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What’s Love and Money Gotta Do With It ? — Plenty Pal or Sis

Love and Money are just like Peas and Carrots. Money management is a major factor in sizing up a soul mate as four out of ten Americans, across the full age spectrum, say this trait ranks #3 after personal values and personality, respectively. Looks and physical fitness are only a big deal among two out of ten Americans looking for a relationship.Love & Money Partner Vetting

Among millennials, a possible mate’s money management skills is a bigger deal with nearly eight of ten saying money management and romance go hand-in-hand.

Typically a “spender” is attracted to a “saver” and vice versa. Most potential couples recognize living with their partner means cheaper rent; cooking for two is cheaper; and going on fewer dates saves them money. Additionally, they pay fewer taxes as a married couple and a partner makes them look good at business events.

Vetting Your Partner

SunTrust suggests peppering your partner with these four questions:

What are your most important goals? Talk to your significant other about aspirations and make a list of what you have in common. If aligning your goals is difficult, create a blend that represents your collective core values.

How does your past influence your spending and savings habits? Make an effort to understand your partner’s personal history. Financial habits are often handed down by parents, so it’s important to empathize with your partner and understand how he or she was raised.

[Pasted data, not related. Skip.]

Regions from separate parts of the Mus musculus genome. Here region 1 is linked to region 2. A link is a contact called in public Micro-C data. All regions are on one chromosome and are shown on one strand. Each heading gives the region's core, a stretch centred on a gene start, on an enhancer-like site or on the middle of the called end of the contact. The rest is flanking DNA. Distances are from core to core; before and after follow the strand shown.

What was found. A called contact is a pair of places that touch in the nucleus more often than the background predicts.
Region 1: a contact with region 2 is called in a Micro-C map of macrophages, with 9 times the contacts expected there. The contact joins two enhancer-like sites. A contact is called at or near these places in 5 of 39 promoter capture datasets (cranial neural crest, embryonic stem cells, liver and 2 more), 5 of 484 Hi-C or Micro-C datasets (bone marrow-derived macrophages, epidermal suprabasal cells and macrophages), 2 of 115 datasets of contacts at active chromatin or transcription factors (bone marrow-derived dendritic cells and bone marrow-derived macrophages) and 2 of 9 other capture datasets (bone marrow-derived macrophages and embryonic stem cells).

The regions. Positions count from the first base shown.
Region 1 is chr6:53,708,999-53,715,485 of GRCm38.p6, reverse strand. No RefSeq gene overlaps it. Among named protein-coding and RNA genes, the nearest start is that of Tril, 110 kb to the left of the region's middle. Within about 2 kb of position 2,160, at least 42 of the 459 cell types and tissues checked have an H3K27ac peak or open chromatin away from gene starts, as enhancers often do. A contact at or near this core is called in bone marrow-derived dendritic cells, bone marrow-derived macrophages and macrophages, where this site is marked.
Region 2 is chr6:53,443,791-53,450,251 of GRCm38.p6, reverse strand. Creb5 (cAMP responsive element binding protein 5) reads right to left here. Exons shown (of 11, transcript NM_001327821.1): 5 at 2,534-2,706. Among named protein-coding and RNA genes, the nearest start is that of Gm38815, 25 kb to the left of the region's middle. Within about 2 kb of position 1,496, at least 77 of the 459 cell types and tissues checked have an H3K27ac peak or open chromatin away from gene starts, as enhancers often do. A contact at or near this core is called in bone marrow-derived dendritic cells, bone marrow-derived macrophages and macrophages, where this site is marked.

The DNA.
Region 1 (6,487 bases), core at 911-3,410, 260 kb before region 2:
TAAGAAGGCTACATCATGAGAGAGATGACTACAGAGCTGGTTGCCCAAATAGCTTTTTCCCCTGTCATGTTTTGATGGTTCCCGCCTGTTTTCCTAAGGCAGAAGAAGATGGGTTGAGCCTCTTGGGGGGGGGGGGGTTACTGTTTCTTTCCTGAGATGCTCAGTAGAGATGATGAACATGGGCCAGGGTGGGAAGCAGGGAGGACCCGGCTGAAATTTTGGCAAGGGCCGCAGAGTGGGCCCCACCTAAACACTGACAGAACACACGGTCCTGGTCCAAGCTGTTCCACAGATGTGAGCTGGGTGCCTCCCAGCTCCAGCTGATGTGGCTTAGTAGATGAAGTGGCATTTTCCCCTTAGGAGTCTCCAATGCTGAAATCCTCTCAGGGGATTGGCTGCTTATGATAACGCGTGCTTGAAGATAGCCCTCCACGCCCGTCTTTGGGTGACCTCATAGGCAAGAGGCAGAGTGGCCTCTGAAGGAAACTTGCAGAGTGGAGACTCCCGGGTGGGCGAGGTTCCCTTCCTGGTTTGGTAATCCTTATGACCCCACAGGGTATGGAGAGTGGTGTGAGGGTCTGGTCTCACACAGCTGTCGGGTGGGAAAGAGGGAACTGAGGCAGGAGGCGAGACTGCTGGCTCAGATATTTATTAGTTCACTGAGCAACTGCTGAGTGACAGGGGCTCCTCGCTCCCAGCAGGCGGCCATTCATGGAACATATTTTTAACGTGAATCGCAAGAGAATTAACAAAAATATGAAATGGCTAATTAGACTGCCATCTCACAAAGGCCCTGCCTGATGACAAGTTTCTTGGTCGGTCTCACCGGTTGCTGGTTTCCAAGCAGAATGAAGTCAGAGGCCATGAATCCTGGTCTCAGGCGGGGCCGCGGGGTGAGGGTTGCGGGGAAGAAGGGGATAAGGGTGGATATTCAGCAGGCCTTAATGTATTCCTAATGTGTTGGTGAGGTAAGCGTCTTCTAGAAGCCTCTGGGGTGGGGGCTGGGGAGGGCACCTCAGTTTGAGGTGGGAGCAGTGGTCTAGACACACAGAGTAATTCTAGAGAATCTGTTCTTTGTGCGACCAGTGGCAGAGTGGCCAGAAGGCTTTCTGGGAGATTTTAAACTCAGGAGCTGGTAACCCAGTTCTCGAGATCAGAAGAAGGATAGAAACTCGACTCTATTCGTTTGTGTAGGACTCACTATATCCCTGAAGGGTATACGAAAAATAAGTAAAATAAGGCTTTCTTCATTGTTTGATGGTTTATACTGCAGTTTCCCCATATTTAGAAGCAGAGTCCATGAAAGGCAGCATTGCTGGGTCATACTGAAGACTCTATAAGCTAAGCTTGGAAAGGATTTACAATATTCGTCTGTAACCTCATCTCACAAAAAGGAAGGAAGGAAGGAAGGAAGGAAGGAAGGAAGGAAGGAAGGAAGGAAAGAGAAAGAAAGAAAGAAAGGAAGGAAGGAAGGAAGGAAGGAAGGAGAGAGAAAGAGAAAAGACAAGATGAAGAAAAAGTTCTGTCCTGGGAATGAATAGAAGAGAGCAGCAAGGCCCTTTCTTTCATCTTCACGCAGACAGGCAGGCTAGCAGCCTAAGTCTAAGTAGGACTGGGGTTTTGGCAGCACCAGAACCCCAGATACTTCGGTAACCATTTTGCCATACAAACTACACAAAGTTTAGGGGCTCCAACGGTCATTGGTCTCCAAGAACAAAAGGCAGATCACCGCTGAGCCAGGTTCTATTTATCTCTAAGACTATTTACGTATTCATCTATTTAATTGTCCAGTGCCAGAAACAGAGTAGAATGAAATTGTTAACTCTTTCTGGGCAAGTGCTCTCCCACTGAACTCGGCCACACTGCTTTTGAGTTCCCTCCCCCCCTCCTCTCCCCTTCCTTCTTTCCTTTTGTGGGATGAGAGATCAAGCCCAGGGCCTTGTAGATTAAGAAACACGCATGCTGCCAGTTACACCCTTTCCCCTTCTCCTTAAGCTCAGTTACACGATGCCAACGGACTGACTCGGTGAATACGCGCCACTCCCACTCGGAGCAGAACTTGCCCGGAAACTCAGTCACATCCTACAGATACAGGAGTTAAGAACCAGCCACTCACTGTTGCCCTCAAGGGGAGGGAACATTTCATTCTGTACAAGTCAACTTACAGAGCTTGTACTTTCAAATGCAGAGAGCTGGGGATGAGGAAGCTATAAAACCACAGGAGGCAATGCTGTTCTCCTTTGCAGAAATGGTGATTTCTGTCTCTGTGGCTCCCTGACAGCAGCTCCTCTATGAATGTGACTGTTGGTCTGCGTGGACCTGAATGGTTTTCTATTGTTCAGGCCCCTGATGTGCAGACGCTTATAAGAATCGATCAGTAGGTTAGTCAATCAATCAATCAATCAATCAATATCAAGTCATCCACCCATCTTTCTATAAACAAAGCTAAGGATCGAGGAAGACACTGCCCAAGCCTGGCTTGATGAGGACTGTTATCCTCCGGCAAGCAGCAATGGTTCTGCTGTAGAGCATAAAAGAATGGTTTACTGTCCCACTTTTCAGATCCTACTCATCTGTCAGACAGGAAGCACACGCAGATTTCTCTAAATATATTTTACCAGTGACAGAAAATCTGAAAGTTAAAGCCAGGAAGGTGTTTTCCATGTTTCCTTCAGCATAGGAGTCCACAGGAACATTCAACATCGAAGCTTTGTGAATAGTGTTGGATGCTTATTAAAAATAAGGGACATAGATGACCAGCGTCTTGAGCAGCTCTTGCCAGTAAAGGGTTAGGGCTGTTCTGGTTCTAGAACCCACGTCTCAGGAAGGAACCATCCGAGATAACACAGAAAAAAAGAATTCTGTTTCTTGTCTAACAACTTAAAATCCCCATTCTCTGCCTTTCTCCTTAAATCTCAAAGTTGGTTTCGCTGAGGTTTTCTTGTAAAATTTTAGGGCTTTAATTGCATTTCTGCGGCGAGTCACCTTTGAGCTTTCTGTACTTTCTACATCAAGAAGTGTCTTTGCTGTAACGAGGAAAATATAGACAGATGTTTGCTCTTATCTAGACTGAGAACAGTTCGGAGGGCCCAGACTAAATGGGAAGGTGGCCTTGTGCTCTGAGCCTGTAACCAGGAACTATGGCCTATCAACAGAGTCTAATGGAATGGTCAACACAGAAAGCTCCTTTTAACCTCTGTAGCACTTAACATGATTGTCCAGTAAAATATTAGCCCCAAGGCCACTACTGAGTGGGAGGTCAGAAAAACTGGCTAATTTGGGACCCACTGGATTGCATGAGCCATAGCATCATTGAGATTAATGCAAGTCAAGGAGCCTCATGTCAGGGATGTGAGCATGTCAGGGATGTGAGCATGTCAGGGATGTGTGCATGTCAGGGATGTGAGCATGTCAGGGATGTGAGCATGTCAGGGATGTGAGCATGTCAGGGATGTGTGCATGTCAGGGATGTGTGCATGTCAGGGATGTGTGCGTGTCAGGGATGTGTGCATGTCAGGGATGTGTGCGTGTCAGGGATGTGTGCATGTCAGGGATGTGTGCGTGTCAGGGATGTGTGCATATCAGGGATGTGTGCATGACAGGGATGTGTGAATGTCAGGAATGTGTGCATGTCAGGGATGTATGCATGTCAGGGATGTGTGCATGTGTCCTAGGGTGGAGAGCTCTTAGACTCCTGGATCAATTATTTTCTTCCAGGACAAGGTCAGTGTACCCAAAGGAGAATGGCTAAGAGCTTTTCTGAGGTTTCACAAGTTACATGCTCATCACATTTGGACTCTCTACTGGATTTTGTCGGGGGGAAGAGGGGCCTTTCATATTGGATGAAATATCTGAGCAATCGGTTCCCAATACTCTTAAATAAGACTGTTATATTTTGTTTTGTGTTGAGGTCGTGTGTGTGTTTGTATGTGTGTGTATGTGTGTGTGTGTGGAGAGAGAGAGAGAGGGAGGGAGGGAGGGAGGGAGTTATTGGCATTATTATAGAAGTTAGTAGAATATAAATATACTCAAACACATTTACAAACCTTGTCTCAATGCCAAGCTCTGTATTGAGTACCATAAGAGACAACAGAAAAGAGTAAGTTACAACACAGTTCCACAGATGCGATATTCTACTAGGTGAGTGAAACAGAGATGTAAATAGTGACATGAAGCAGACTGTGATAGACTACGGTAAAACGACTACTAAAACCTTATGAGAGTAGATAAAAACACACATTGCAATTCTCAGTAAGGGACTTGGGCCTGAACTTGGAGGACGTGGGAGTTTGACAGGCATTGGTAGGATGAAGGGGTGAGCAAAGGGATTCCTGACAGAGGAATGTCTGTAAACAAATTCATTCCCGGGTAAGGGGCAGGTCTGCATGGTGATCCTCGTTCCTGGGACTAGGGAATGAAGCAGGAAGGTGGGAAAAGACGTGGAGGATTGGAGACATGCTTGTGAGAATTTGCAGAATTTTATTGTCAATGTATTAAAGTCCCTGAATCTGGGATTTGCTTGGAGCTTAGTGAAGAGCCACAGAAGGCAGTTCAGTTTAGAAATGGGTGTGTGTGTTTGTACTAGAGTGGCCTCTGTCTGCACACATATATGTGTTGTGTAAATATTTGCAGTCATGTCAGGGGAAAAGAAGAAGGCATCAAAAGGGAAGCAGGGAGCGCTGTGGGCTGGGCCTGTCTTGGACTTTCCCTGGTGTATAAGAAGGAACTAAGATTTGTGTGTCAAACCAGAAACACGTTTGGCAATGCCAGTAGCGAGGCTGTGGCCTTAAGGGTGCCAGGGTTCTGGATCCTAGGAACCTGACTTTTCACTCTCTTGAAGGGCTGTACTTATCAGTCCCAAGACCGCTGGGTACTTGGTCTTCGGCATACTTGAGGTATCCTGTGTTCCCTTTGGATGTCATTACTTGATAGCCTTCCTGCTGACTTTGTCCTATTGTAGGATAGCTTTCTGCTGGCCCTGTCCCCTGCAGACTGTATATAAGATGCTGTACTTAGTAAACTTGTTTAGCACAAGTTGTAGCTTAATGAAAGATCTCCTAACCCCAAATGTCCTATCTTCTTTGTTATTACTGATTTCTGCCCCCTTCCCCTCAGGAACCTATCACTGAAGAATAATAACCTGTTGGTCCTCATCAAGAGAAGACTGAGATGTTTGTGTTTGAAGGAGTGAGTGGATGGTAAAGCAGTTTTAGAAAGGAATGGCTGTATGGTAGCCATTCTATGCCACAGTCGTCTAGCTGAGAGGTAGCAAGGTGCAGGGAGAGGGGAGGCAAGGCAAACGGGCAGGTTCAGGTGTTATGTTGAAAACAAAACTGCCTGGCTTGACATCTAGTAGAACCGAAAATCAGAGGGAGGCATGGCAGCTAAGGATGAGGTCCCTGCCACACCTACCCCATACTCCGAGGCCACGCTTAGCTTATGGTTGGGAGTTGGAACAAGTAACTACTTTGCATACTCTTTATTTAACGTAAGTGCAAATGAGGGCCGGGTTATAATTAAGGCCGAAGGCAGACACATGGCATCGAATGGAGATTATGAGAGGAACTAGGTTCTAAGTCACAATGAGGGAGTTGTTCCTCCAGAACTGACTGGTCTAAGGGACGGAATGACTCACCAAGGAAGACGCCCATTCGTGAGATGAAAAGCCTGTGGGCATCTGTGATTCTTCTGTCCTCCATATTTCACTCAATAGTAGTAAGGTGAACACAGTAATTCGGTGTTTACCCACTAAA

Would you share your plans before making a big-ticket purchase? It’s important to know whether your partner wants to maintain a level of financial independence. Decide whether you need to talk with each other before making purchases above a certain price point, or whether you agree to keep finances separate.

What is your debt philosophy? Financial disagreements often arise from different views of debt, from how much to use a credit card to the term and amount of a new car loan. Ask your partner what he or she considers an acceptable level of debt and see how much it diverges from your answer.

Millennials & Money

Meanwhile, Varo found 66% of millennials say they are “hands-off” with their personal finances: they check their bank balances regularly and have a general idea of how much they can spend each month but don’t categorize their spending in Excel or Mint or follow a category-based budget.

Travel is also a top priority for millennials and they know their way around the credit card rewards game. About 16% make it a priority to apply for credit cards with big mileage bonuses; 7% use their status from premium credit cards for hotel upgrades; 7% use airline miles to fly business class; 7% hire local guides while traveling; and 6% use premium cards for free lounge access.

Couples can go to onup.com to take a Mental Wealth Quiz.